Character consists of what you do on the third and fourth tries. ~James Michener
As an archaeology grad student, I decided to reread one of my favorite novels, The Source, to judge its accuracy.
The story takes place in Israel, on a mound (also known as a tel) formed by millennia of habitation. As each artifact comes to light, the story flashes back to its origin. The Source depicts awful excavation standards, even for the 1960s. But the artifacts reveal some incredible human stories.
Of course, you might think. That’s what archaeology does.
In the early ’90s, archaeology still aspired to be a hard science. The “publish or perish” academic journals preferred articles steeped in the jargon of scientific method. For my masters thesis, I statistically analyzed thousands of flint waste flakes to discover signs of “sickle craft specialization as an indication of increasing social complexity.” Not like you see on TV.
I eventually chose storytelling over science, and skipped the Ph.d. program. I blame James Michener (1907-1997), author of The Source.
A Childhood Out of Dickens
The man who derailed my archaeology career didn’t know where or when he was born, but his best guess was around 1907. He was raised as a Quaker in Doylestown, Pennsylvania by an adoptive mother. They lived in extreme poverty and relocated often.
At Christmas, we rarely had anything. As a boy, I never had a pair of skates, never had a bicycle, never had a little wagon, never had a baseball glove, never had a pair of sneakers. I didn’t have anything. And do you know, at about seven or eight, I just decided, “Well, that’s the way it is. And I’m not going to beat my brains out about it.”
His mother loved literature, however, and often read to Michener from Dickens, Thackeray and Balzac.
Before Michener entered Swathmore College on a full scholarship, he peddled chestnuts, traveled America on a boxcar and did carnival private detective work. During college he was employed as a night watchman.
He graduated Swathmore with honors, and taught English and History for several years. In 1941, he became a textbook editor at Macmillan Publishing.
A Quaker Goes To War
Later that same year, Japanese military forces attacked Pearl Harbor. Michener waived his Quaker principles and volunteered for service. “I had taught about Hitler, and I had taught about the Japanese war machine, and I knew that this was a battle to the death, so I enlisted.”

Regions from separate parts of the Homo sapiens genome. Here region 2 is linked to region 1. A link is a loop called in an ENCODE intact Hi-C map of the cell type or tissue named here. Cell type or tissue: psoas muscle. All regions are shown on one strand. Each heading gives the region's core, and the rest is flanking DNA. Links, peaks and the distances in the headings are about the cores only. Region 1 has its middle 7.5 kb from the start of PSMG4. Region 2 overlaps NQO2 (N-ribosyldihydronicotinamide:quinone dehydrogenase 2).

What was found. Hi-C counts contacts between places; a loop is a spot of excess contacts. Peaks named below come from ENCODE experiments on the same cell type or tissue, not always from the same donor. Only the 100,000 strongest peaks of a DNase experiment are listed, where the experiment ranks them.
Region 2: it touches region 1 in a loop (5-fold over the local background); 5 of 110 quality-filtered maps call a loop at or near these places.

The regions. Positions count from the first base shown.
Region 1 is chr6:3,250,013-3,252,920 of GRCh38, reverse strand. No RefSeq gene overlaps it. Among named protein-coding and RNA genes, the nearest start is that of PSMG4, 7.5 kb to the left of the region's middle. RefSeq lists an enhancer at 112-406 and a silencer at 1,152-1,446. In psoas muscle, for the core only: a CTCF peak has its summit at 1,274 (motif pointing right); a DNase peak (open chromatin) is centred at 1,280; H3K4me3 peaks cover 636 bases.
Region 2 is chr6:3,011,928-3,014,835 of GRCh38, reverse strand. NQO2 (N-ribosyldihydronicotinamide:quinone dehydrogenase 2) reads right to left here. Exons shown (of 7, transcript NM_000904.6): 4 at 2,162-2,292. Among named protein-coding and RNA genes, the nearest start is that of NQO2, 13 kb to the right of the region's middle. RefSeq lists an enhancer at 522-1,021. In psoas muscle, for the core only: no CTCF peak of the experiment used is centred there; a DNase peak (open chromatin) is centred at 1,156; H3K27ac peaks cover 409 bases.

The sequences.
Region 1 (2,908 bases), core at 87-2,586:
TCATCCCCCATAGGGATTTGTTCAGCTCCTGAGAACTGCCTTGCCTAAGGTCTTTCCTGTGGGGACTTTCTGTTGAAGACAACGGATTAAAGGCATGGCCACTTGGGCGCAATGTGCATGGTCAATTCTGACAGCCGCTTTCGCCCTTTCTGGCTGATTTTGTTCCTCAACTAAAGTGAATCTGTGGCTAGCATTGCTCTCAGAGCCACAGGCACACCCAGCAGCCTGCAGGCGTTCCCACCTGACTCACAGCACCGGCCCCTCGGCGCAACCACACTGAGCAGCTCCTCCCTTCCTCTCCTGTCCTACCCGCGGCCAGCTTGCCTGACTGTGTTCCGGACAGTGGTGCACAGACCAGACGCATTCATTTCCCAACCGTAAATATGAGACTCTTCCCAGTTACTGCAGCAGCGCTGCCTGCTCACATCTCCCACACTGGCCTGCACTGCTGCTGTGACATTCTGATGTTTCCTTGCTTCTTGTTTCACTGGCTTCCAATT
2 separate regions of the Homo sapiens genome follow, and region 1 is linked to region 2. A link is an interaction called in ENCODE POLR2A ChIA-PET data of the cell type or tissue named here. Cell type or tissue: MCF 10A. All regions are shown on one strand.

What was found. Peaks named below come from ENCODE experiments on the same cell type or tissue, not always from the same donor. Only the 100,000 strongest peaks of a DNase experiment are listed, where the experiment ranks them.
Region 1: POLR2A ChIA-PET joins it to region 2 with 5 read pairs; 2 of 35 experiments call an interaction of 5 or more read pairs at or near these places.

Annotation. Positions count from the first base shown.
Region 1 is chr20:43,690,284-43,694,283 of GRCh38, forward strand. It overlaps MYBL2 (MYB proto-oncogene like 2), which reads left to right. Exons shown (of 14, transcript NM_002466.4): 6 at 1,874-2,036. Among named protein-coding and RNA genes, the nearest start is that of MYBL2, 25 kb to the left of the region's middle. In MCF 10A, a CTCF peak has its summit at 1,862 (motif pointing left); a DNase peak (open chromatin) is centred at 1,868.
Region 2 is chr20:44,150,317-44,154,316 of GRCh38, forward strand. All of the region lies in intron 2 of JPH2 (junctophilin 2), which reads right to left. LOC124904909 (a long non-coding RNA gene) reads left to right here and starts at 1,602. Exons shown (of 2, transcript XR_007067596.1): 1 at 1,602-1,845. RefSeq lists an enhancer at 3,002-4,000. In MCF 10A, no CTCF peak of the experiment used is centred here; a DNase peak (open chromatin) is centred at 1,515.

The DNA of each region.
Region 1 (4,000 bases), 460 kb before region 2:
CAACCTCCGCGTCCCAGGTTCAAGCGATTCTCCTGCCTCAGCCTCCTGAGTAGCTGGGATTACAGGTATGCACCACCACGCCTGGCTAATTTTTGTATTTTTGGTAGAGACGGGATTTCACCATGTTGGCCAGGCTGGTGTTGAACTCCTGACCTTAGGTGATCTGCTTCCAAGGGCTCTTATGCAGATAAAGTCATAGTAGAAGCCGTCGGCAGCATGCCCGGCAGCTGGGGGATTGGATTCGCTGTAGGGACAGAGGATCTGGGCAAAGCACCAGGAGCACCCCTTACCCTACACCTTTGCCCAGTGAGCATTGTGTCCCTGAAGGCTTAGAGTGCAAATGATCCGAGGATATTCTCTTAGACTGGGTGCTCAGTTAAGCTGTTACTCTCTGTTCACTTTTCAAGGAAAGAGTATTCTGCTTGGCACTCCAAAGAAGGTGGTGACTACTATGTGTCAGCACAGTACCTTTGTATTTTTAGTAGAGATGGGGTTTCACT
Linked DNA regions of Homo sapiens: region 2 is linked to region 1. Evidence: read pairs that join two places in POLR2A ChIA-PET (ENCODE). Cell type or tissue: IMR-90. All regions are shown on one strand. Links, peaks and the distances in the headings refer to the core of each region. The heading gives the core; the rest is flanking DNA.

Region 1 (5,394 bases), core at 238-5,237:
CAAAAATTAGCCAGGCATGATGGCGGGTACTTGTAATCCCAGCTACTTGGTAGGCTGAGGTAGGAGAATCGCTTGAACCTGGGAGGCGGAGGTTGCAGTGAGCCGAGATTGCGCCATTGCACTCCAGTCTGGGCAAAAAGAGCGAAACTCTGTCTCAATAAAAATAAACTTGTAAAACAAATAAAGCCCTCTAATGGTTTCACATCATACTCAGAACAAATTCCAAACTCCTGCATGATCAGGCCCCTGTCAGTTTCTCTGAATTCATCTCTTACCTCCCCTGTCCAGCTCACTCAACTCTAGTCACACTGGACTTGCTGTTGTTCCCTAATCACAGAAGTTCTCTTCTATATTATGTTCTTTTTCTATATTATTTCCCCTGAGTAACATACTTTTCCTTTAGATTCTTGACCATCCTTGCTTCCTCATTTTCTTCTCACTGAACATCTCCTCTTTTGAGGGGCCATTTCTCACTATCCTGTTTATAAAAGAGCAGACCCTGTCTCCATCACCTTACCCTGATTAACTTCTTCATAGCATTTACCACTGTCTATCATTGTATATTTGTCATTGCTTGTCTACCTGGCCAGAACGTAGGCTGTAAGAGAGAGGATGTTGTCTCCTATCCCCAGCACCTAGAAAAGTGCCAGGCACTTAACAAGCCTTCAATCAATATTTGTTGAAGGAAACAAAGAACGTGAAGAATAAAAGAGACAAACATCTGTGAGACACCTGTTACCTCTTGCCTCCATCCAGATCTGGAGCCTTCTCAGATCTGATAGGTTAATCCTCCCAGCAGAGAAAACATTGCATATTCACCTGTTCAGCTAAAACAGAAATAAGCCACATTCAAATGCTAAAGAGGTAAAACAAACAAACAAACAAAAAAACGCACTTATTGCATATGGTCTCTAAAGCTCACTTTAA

The U.S. Navy assigned him to the Solomon Islands as a war historian. Each night, in his Quonset hut, he recorded his impressions of life around him:
Sitting there in the darkness, illuminated only by the flickering lamplight, I visualized the aviation scenes in which I had participated, the landing beaches I’d seen, the remote outposts, the exquisite islands with bending palms, and especially the valiant people I’d known: the French planters, the Australian coast watchers, the Navy nurses, the Tonkinese laborers, the ordinary sailors and soldiers who were doing the work, and the primitive natives to whose jungle fastnesses I had traveled.
Michener Lived By His Own Rules
Michener anonymously mailed his manuscript to Macmillan in 1947, since they had a strict policy against accepting employee submissions. He planned to return to his job after the war, but decided he was not technically their employee at the time.
Macmillan found him out, but decided to publish Tales of the South Pacific anyway. Michener was 40.
The following year, in 1948, it won the Pulitzer Prize for fiction.
The book was not a huge financial success, however, until it became the basis for Rodgers and Hammerstein’s musical, South Pacific.
In 1949, Michener quit Macmillan to write full time.
He penned 40 books over 50 years. Many were epics with evocative settings that spanned several generations. Some required so many years of research that Michener would spend months on location or even move there to finish them—Hawaii (1959), Iberia (1968), Poland (1983), Texas (1985), Alaska (1988), Mexico (1992).
Michener Wrote His Own Ending
Even at age 90, he maintained a disciplined writing schedule. He awoke at 7:00 a.m., ate a light breakfast and wrote until 1:00 pm.
On Monday, Wednesday, and Friday, Michener underwent kidney dialysis treatment, which confined him to the environs of his clinic in Austin, Texas. “I sit in the TV room and see shows on the big ships I used to travel or areas that I used to wander, and a tear comes to my eye.”
In October 1997, he chose to discontinue dialysis and died shortly thereafter of renal failure.
A close friend said,
He felt he had accomplished what he wanted to accomplish in terms of his life’s work. He did not want to suffer a long series of complications.”
Lessons From James Michener
- Use your day job to advance your later blooming.
- If you begin at 40, you could have another good 50 years—over half your life—to live it.
- James Michener at Wikipedia
- His New York Times Obituary
- His entry at the Academy of Achievement
- The Grand Times interview